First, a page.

The Amish: Inside and Out

I am an adult services librarian who plans programs, and would like to know more about your speaking on the Amish. The information on your blog is fascinating.

Please let me know whether you are located within range of Twinsburg...and if so, of your availability this fall and your fee. Thank you, Karen

Last month I traveled to Twinsburg, Ohio to speak about my experiences with the Amish; those who are and those who left.

As I unpacked the clothes and hung them on hangers, a lady asked, "How'd you get all these clothes?"

"My son-in-law's Amish mother gave them back to him," I replied then challenged, "But can you guess what's wrong with what I'm doing?"


Marvin - Knocked Down but Not Out, Part II

If you haven't read Marvin, Part I from last week. Read it first as today I'm continuing the amazing, unbelievable story about his life outside the Amish.

A year after his near-death auto accident, Marvin returned to independent life, regained his strength, and found work building and delivering those cute, little outdoor sheds for yard equipment.

Then the second of life's hard knocks took him down.


Marvin - Knocked Down but Not Out, Part I

You might have seen him on PBS's documentary, The Amish: Shunned.

Soft-spoken, pensive, responsive, adventuresome, grateful, and gentle.

We'd first met Marvin the week he'd left his Old Order Amish settlement in PA. He walked into our home, accompanied by Uriah. The duo had come to our home on a Sunday morning to attend church with us. At 18, Marvin looked young, innocent, unsullied by life's hard knocks.

But life had many hard knocks waiting for this young lad!


Censure and Criticism for Amish Truth

Last week I posted the accolades and applause for my blog and intimate knowledge about Amish. Here's the ugly, painful side of the truth-telling coin.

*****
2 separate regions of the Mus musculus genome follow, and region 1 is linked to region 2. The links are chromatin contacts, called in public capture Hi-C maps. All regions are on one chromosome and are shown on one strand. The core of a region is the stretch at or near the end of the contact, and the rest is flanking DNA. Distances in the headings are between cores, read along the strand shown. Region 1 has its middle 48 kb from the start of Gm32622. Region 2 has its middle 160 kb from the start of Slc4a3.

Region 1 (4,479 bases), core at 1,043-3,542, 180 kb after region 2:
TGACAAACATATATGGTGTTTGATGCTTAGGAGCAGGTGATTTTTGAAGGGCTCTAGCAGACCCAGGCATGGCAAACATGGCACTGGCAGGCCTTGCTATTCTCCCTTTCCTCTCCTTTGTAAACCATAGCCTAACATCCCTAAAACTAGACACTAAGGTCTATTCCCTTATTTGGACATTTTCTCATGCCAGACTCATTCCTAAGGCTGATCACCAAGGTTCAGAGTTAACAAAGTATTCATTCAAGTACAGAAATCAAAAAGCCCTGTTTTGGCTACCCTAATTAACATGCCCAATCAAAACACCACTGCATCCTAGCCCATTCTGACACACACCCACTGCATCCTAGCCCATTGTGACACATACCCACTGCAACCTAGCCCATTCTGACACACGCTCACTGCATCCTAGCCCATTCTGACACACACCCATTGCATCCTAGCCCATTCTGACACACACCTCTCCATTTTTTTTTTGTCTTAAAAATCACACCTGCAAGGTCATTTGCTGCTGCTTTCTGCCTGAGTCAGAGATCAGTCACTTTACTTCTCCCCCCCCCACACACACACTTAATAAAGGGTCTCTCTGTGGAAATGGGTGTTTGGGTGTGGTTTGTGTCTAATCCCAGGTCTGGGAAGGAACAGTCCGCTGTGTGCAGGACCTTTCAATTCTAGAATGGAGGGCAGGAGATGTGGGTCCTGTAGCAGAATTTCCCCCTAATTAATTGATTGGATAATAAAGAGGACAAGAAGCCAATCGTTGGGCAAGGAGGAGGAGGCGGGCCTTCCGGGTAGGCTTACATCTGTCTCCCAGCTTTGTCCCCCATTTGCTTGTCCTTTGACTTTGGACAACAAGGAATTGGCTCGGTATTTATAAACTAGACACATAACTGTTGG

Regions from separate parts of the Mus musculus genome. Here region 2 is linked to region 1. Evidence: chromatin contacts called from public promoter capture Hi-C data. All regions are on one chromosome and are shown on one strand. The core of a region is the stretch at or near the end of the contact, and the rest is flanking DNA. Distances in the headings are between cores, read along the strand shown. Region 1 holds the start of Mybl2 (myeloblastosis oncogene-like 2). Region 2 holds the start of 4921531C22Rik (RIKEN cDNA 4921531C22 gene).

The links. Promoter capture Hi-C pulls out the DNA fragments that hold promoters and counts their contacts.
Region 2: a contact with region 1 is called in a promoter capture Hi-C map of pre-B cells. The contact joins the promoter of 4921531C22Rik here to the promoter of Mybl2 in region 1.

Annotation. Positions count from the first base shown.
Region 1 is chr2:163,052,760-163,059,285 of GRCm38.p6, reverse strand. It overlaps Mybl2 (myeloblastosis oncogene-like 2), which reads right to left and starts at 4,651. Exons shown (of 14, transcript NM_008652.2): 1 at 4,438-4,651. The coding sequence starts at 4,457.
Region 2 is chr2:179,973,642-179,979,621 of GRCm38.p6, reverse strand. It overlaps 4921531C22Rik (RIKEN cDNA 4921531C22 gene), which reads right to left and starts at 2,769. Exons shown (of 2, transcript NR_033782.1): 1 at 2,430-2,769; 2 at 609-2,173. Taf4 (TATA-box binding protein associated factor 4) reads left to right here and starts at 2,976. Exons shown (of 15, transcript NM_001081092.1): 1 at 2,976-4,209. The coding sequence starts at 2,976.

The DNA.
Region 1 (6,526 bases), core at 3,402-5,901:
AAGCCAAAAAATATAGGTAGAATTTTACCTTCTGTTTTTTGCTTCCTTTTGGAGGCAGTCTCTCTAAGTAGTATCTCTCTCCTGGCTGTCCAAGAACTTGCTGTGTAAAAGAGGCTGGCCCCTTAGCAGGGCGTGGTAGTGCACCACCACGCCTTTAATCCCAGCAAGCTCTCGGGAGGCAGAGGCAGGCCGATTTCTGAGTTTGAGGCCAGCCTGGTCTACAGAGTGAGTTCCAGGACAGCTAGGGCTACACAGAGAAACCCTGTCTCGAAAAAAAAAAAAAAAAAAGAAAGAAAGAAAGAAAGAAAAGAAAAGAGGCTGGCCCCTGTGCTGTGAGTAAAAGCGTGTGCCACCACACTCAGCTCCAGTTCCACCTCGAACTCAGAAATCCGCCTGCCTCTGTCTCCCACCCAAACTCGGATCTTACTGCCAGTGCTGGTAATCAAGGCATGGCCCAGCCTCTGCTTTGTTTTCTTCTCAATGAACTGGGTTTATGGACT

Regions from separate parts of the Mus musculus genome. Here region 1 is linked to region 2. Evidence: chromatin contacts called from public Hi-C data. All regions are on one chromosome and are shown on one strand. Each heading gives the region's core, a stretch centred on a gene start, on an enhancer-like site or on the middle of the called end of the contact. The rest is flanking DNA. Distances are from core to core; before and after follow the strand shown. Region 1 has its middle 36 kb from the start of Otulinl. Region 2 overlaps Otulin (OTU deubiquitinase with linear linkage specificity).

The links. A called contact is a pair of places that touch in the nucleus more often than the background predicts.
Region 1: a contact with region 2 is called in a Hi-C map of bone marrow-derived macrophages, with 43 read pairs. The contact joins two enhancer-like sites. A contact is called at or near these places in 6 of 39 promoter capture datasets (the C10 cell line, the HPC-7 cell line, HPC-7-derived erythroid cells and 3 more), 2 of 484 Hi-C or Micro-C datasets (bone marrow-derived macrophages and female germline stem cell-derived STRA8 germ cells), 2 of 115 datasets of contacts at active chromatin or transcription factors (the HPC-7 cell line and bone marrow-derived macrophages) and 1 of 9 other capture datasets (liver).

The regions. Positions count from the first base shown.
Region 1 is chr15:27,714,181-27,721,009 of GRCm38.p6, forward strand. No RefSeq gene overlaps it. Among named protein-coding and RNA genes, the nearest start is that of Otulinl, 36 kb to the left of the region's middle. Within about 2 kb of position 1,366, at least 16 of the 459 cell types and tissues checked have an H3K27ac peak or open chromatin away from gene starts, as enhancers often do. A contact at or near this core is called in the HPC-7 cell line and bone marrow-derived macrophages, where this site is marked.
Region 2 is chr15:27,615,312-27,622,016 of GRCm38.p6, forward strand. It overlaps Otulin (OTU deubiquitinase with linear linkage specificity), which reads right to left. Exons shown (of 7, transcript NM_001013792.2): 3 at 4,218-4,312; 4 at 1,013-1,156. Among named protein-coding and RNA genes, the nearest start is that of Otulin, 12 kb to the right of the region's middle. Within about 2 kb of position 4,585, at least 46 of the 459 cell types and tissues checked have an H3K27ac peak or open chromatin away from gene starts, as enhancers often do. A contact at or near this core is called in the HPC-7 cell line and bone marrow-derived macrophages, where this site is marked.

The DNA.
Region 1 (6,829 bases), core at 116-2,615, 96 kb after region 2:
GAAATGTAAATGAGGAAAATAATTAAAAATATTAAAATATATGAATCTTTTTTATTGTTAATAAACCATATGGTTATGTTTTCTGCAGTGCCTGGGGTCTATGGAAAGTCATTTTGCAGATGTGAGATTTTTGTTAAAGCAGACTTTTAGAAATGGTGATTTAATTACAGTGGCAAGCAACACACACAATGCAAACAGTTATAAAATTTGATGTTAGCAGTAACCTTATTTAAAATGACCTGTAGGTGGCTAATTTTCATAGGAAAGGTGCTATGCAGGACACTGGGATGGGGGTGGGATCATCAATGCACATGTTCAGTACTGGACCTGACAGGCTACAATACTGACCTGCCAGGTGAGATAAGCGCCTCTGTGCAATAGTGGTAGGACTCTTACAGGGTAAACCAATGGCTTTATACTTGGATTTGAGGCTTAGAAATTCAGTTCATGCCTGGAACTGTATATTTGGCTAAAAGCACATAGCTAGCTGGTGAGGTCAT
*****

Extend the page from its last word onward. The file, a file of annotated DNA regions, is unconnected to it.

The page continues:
I'm not as vote-conscious as politicians nor thick-skinned as famous authors. Hateful criticism stings. Hurts. Bruises me. Maybe "controversy sells" in politics and publishing. But I don't thrive on it.

I won't run from it either.

Sometimes I ruminate for days over sour comments. Sometimes I'm able to turn them over to a big God who brought these ex-Amish into my life as His will. Out of His wisdom. For His reasons.

It'd surprise you who scolds me for writing truth about my experiences with Swartzentruber Amish and their fence-jumpers.


Accolades and Applause for Amish Truth

I'm a truth seeker. When sharing reality learned, through my experiences, I'm a magnet for those who also seek accuracy and authenticity about the Amish.

I'm from Austria in Europe, one reader said"and I read your blog because I'm really interested in Amish culture and I think you provide great inside into the Amish culture and traditions.” 

You provide an amazingly thorough look into the Amish lifestyle. I can't wait to read more …” commented Babs at It’s Sad, Breaks My Heart” 

I am one of your Australian readers. I have always been interested in a simple, from scratch, homemade, farming lifestyle. I was first introduced to the Amish through


Blogger of the Month

Happy Autumn. In Ohio, our trees are turning crimson red, bright orange, pale yellow, and light brown. Cool wind gusts shake leaves from their branches tossing them down like huge confetti.

And what an exciting month September is for me! Here are three biggies:

(1) Guess which blog won the BLOG OF THE MONTH at Book Fun Magazine (with a 400K readership)? See page 193, of this quality magazine, for an interview of me accompanied by lots of fantastic photos.